Charles Burnett, ‘Aristotle as an Authority on Judicial Astrology’, in Florilegium Medievale: Études offertes à Jacqueline Hamesse à l’occasion de son éméritat, ed. José Francisco Meirinhos and Olga Weijers (Louvain-la-Neuve: Fidem, 2009), pp. 41–62 (39).
Derek Collin, ‘Nature, Cause, and Agency in Greek Magic, Transactions of the American Philological Association (1974), 18 (2003), pp. 20–1 (24–5).
Plotinus, The Enneads, trans. Stephen Mackenna (London: Penguin Books, 1991), II:3, p. 76.
Proclus, The Elements of Theology, trans. E. R. Dodds (Oxford: Clarendon Press, 1933), Chapter 1, Line 7, prop. 165; ‘commentary’, p. 284.
Iamblichus, On the Mysteries, trans. Emma C. Clarke, John M. Dillon and Jackson P. Hershbell (Atlanta: Society of Biblical Literature, 2003), Bk. I, 17, p. 65.
Julius Firmicus Maternus, Ancient Astrology, Theory and Practice: Mathesos Libri VIII, trans. Jean Rhys Bram (Abingdon: Astrology Classics, 2005), Bk. I, Chapter 4, p. 17.
Ibn Hibinta, Al-Mughni fi ahkam al-nujum, ed. Fuat Sezgin, 2 vols. (Frankfurt am Main: Institute of Arabic-Islamic Science-Johann Wolfgang Goethe University, 1987);
Al-Qabisi, Introduction to Astrology, ed. and trans. Charles Burnett, Keiji Yamamoto and Michio Yano (London: Warburg Institute, 2004);
Al-Biruni, The Book of Instructions in the Elements of the Art of Astrology, trans. R. R. Wright (London: Luzac & Co., 1934).
Charles Burnett, ‘Al-Kindi On Judicial Astrology: “The Forty Chapters”’, Arabic Sciences and Philosophy, 3 (1993), pp. 77–117 (79).
David Pingree, The Thousands of Abu Ma’shar (London: Warburg Institute, 1968), Chapter 5, pp. 41–2;
David Pingree, ‘Masha’allah: Some Sasanian and Syriac Sources’, in Essays in Islamic Philosophy and Science, ed. George F. Hourani (Albany: State University of New York Press, 1975), pp. 5–15 (9); in this essay, Pingree notes that the attribution of this treatise to Masha’allah cannot be absolutely affirmed but adds that there is no reason to completely reject it.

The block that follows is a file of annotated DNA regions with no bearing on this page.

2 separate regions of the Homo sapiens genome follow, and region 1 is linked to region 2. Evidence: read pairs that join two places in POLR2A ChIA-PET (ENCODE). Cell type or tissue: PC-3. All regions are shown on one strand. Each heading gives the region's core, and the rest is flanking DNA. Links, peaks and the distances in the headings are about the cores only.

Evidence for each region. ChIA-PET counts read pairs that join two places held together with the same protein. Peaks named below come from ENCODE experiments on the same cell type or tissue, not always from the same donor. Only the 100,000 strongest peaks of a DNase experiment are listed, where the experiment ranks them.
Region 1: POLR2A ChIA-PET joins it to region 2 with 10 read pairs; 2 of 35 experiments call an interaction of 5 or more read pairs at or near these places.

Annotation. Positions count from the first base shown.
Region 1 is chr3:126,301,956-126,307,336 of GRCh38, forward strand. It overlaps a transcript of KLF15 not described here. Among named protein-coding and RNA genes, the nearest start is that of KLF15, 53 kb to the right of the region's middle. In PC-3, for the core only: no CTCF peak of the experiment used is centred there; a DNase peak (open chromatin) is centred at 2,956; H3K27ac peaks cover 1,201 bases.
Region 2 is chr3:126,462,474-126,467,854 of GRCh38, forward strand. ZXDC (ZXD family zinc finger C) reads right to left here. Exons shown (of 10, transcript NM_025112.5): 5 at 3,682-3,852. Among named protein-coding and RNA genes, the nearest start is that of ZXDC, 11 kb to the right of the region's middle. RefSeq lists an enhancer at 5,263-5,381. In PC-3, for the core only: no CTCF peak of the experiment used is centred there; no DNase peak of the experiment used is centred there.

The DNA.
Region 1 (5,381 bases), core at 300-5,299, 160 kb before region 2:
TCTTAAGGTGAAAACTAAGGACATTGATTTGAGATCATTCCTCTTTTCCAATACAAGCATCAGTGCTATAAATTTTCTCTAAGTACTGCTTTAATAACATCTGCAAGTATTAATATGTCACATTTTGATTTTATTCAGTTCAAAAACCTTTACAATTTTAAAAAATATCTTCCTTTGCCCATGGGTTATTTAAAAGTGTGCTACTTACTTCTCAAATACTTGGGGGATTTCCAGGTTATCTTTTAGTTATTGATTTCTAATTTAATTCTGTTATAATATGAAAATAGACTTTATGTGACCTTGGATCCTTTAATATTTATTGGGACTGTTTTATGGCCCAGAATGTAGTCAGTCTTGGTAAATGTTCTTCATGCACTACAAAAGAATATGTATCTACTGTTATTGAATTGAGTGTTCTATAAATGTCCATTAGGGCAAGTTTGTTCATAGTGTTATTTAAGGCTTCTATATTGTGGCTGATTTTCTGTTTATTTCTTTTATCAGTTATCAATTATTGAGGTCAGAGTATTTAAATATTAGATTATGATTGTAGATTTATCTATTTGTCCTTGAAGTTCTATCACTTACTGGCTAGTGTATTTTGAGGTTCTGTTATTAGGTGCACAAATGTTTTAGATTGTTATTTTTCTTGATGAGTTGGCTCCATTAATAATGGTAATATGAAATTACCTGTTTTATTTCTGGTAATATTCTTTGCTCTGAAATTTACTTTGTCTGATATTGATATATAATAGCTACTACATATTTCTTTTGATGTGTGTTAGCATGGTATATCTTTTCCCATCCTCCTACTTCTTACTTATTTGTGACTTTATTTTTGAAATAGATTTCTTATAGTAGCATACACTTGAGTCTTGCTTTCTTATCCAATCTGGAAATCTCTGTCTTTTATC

Masha’allah, ‘On the Knowledge of the Motion of the Orb’, in Works of Sahl and Masha’allah, ed. Benjamin N. Dykes (Minnesota, MN: Cazimi Press, 2008), pp. 243–99 (244–5).
Ya‘qub ibn Ishaq al-Kindi, ’Al-Ibana ’an sujud al-jarm al-aqsa wa ta’atihi li Allah ’azza wa jalla’ (‘On the Explanation of the Bowing of the Outermost Body’), in Rasa’il al-Kindi al-Falsafiyya, ed. Muhammad ’Abd al-Hadi, 2 vols. (Egypt: Dar al-fikr al-’arabi, 1950–3), I, pp. 244–61 (245–7);
Al-Kindi, ‘The Prostration of the Outermost Body’, in The Philosophical Works of al-Kindi, ed. Peter Adamson and Peter Pormann (Karachi: Oxford University Press, 2012), pp. 175–6.
Emilie Savage-Smith and Evelyn Edson, Medieval Views of the Cosmos (Oxford: Bodleian Library, 2004), pp. 46–8.
Peter Struck, ‘A World Full of Signs: Understanding Divination in Ancient Stoicism’, in Seeing with Different Eyes: Essays in Astrology and Divination, ed. Patrick Curry and Angela Voss (Newcastle: Cambridge Scholars Publishing, 2007), pp. 3–20 (7–8); Lemay, Abu Ma’shar, pp. 44, 106.
John D. North, ‘Celestial Influence: The Major Premiss of Astrology’, in ‘Astrologi Hallucinati’: Stars and the End of the World in Luther’s Time, ed. Paola Zambelli (New York: Walter de Gruyter, 1986), pp. 45–100 (55).
The topic of magnetism generated a tradition which aimed to explain how lodestone attracts iron. There is much to be said about the development of the history of magnetism, but in the present work, the topic of magnetism is mentioned only in relation to astrological theories which posit that the stars act upon the sublunar world in a manner analogous to lodestone’s attraction of iron. See Charles Burnett, ‘Music and Magnetism: From Abu Ma’shar to Kircher’, in Music and Esotericism, ed. Laurence Wuidar (Leiden: Brill, 2010), pp. 13–21.